Even if people didn't know Laura Pollán by name, she was easily recognizable as the short, stout woman who led the Damas de Blanco on their weekly march of silence through the streets of Havana, gladiola in hand as if it were her blossoming sword of protection. Not only was it her symbol of protest, the flower she and all the Damas proudly display as they walk has become a symbol of their internationally recognized call for freedom for their loved ones who were suffering as political prisoners in Cuba's jails.  And, since the release of those arrested in the Black Spring of 2003, the Damas with their gladiolas now vow to continue to walk in peaceful silence as they demand respect for human rights on the island.

It was Laura Pollán, along with a few other courageous women, who founded the Damas de Blanco. It was Laura Pollán, who with other Damas by her side, suffered harassment and humiliation during those marches as thugs paid by the Cuban government cursed, beat, stoned, spat upon, and attempted to strip off her clothes and in some instances, injected them with some mysterious serum.  It was Laura Pollán, a former literature teacher and lover of gardening, who spearheaded a grassroots movement that has spread from one side of the island to the other and will not be silenced.

It was and remains this peaceful warrior and her gladiola who have become a powerful symbol for humanity, proving that strength, courage, and dignity, as well as commitment to a cause, can indeed, effectuate change. It IS Laura Pollán who will continue to be the inspiration for the Damas de Blanco to continue, despite their unfathomable loss.

I never met Laura Pollán, nor did I ever have the chance to speak directly with her.  But through the flower that so unexpectedly bloomed in my garden last week, I now feel an even deeper connection with her cause - the cause of freedom from a totalitarian government that's been in place now for over five decades. Just as she pierced the Cuban government's core with her dignity, fortitude and call for justice, this small-statured, humble yet so very powerful woman has ignited my heart with a greater passion to work for the noble ideals for which she died. She's a hero in my book.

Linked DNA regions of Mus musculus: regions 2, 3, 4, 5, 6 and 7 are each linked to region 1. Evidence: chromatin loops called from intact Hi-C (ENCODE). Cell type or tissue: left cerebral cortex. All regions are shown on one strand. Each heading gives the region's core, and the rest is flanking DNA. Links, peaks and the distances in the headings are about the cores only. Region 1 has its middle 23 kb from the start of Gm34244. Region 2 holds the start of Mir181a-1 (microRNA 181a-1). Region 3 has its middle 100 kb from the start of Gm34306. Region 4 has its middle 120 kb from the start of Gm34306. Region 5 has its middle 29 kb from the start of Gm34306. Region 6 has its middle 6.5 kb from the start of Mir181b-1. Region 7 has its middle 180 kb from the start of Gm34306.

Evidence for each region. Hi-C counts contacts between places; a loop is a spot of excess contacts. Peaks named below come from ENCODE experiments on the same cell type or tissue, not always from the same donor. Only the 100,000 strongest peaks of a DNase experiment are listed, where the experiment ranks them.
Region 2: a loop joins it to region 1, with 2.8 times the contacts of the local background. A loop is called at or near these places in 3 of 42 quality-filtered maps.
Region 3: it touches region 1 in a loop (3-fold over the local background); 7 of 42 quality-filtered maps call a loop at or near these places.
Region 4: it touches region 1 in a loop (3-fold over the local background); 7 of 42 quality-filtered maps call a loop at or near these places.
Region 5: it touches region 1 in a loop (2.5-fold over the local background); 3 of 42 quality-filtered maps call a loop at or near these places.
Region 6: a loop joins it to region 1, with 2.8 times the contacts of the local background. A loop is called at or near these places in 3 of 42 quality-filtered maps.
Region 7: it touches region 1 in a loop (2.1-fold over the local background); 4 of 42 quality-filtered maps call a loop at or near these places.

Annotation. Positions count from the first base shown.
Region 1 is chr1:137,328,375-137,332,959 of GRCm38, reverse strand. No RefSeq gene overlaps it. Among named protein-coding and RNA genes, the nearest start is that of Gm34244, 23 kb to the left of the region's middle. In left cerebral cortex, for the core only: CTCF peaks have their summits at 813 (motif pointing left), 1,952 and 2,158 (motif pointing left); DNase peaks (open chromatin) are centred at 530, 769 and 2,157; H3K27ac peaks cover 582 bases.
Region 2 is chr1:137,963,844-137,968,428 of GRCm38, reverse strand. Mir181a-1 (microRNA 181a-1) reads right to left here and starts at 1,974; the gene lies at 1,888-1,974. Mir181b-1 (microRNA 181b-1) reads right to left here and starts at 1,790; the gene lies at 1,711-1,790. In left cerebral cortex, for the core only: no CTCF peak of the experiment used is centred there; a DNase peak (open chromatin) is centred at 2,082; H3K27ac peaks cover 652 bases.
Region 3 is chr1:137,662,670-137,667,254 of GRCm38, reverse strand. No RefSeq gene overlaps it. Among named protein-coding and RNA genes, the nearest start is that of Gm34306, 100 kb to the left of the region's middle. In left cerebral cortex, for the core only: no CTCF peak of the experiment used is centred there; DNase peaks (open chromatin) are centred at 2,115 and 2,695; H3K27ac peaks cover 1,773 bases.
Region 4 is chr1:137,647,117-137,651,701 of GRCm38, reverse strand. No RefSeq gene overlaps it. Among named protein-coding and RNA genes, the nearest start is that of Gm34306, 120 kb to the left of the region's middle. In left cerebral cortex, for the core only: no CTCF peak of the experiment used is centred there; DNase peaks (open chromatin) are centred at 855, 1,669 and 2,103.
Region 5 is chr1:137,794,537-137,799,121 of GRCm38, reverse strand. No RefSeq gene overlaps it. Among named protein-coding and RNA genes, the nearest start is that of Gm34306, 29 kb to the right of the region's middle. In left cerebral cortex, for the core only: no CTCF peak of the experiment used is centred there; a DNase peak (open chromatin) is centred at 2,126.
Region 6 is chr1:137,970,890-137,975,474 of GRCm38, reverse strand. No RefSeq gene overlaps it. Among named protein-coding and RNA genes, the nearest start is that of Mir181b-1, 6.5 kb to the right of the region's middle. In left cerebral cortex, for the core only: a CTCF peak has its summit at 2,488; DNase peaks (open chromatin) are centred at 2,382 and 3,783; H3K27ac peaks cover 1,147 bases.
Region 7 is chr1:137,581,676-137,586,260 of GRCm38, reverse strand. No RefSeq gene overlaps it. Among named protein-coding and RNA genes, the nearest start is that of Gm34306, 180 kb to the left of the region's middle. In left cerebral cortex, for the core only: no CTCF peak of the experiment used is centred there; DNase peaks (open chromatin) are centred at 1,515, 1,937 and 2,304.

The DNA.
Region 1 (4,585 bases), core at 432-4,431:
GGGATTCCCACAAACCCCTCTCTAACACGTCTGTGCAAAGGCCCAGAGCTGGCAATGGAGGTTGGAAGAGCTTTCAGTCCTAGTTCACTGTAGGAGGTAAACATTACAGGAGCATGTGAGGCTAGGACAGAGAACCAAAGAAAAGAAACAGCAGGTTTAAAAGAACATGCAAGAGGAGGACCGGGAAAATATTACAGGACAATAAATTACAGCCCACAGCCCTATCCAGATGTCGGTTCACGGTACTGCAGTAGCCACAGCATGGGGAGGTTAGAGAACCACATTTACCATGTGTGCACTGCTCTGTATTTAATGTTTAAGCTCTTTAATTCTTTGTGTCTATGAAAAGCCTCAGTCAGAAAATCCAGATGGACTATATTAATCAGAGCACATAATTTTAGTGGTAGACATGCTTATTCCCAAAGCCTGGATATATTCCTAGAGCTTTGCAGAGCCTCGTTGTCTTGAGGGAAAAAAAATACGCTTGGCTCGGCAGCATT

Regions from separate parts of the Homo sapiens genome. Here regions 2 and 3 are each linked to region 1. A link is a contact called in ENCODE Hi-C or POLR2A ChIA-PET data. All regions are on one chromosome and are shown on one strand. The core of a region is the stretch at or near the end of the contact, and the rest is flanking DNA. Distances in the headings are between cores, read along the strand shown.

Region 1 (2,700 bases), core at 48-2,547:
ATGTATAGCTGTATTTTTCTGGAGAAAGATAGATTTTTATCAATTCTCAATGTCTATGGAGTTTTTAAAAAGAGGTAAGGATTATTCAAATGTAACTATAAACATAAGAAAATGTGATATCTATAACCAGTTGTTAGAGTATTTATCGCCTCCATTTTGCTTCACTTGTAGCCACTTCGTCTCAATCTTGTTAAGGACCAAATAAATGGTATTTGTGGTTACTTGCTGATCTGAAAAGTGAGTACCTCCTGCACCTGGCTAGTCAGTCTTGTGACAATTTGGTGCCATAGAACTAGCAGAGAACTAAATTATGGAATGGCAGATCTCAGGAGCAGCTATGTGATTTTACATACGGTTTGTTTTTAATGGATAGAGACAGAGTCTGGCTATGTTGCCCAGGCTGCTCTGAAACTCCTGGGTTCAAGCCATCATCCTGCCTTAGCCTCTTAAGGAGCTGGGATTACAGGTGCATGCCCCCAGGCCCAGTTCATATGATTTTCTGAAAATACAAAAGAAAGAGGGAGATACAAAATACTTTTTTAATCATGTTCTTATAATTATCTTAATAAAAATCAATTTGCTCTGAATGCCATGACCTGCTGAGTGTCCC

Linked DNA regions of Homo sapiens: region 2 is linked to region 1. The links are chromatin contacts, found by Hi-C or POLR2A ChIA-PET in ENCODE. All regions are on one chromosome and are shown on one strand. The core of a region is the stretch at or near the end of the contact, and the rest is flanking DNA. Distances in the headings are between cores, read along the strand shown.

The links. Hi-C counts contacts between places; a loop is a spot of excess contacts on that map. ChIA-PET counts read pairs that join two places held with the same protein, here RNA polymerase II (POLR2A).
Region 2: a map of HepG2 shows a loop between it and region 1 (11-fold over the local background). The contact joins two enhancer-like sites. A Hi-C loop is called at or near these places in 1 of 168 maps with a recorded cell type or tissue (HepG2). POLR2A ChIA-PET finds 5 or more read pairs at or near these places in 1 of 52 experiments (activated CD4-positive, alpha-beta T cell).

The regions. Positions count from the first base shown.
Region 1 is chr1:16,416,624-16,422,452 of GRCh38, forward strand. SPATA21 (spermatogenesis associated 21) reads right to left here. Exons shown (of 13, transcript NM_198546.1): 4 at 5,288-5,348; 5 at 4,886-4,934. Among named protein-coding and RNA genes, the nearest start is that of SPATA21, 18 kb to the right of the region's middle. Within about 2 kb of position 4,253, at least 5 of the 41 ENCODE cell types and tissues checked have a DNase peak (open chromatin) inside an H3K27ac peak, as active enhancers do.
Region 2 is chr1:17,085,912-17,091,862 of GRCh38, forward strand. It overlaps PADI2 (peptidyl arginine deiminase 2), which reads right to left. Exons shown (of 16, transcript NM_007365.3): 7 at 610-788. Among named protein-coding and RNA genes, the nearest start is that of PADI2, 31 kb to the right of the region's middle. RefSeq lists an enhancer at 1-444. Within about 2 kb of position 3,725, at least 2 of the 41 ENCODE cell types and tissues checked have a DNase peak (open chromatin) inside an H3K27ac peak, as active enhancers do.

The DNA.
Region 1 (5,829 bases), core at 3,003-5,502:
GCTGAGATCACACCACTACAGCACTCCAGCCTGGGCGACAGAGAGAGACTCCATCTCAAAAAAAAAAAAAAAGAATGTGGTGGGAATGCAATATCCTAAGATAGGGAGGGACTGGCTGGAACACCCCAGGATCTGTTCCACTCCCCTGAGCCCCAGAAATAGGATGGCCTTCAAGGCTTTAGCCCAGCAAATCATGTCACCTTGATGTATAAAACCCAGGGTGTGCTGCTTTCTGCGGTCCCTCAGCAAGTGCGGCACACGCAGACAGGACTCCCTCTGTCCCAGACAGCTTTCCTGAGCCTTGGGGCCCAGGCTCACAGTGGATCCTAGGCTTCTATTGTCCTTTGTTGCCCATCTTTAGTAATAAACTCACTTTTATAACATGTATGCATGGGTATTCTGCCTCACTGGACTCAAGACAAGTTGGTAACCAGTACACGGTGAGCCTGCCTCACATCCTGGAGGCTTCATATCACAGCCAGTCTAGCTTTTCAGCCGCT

Little did José Martí know when he wrote the following words that they would define women like Laura Pollán in the 21st century, but he couldn't have been more spot on:

"The campaigns of the people are weak only when the hearts of women are not recruited to carry them out. But when women step in and help, when the naturally shy and quiet woman stands up and applauds, when the cultured and virtuous woman annoints the task with the sweetness of her affection, the campaign becomes invincible."

En paz descanse, Laura, knowing that you leave an americana-cubana in Ohio who will continue to carry your legacy and hopes for a free Cuba in her heart with her gladiola in hand. And, as I plant hundreds more in my gardens, your spirit will guide my hands....and my heart. ¡¡Viva Cuba Libre!!

(Laura's gladiola, along with La Virgen de la Caridad, patroness of Cuba - The Farm, Marietta, OH)

Thursday, September 29, 2011


For the past 31 years, my closest neighbors have been cows.  Over the decades I've watched "the cows come home" every evening right before dusk as they head back toward their barn. Yes, their pastures have wafted "ripe" in the summer's heat, and yes, they do bring lots of flies to the neighborhood, and yes, they provide a lot of patties for rolly-poly, poop-loving corgis, but they're really peace-loving beings with which to share one's life.

White Face (above) loves to taunt Mac and MerryBelle.  She pretends not to notice them until they work up the courage to approach her.  At the moment she senses they've let down their guard, she gives a big snort that sends Mac running and MerryBelle screaming. And, then she saunters on off, content that she's gotten the best of them yet again.

Some people speculate cows don't have personalities-that they're fairly dumb and lazy.  I take issue with that notion. Mama Brahma (above) is a serious, stern mom.  When her calf ventures out of her safety zone, she wastes no time in calling him back.  The poor little fellow is NEVER out of her sight. If he runs off to play with the other little ones, he has not a moment of privacy for escapades or ornery-ness, for Mama Brahma stays right behind him.. Yet, she is the most patient mom I've ever seen when her baby comes back to her to nurse.  While all the other cow moms mozy on along, she stands patiently alone until he has emptied all four udders and has no more to suckle.

How Now Brown Cow seems a bit grumpy from time to time, but she has beautiful eyes that reflect the horizon as she stares into the sunset.  If you look closely, you can see the blue of the distant sky in them.  She's the only one of my bovine friends who likes to have her head and nuzzle patted.  The hair behind her ear is as soft as cotton, and her "cow lick" looks like she's just been to the bovine beauty parlor.

When I tell folks I live with the animals, I'm really not kidding.  Two dogs accompany me everywhere I go on the farm; seven cats greet me every afternoon on the back  porch for their daily feeding and fill me in on their escapades of the day, and soon thereafter, the dogs let me know the bovines are approaching for their our afternoon gossip session over the fence. 

At The Farm, mine is a truly wonderful life that doesn't require trivial interaction or mundane conversation, and I like that just fine. Shortly, I'm off to get some tea and go catch up on upper field gossip with my bovine friends.


I am amazed by the quantity of mushrooms emerging from the moist earth now. I can hardly take a step in the back woods without flattening one. A rainy spring, semi-rainy summer, and a moist fall have obviously produced perfect growing conditions for these interesting being to thrive.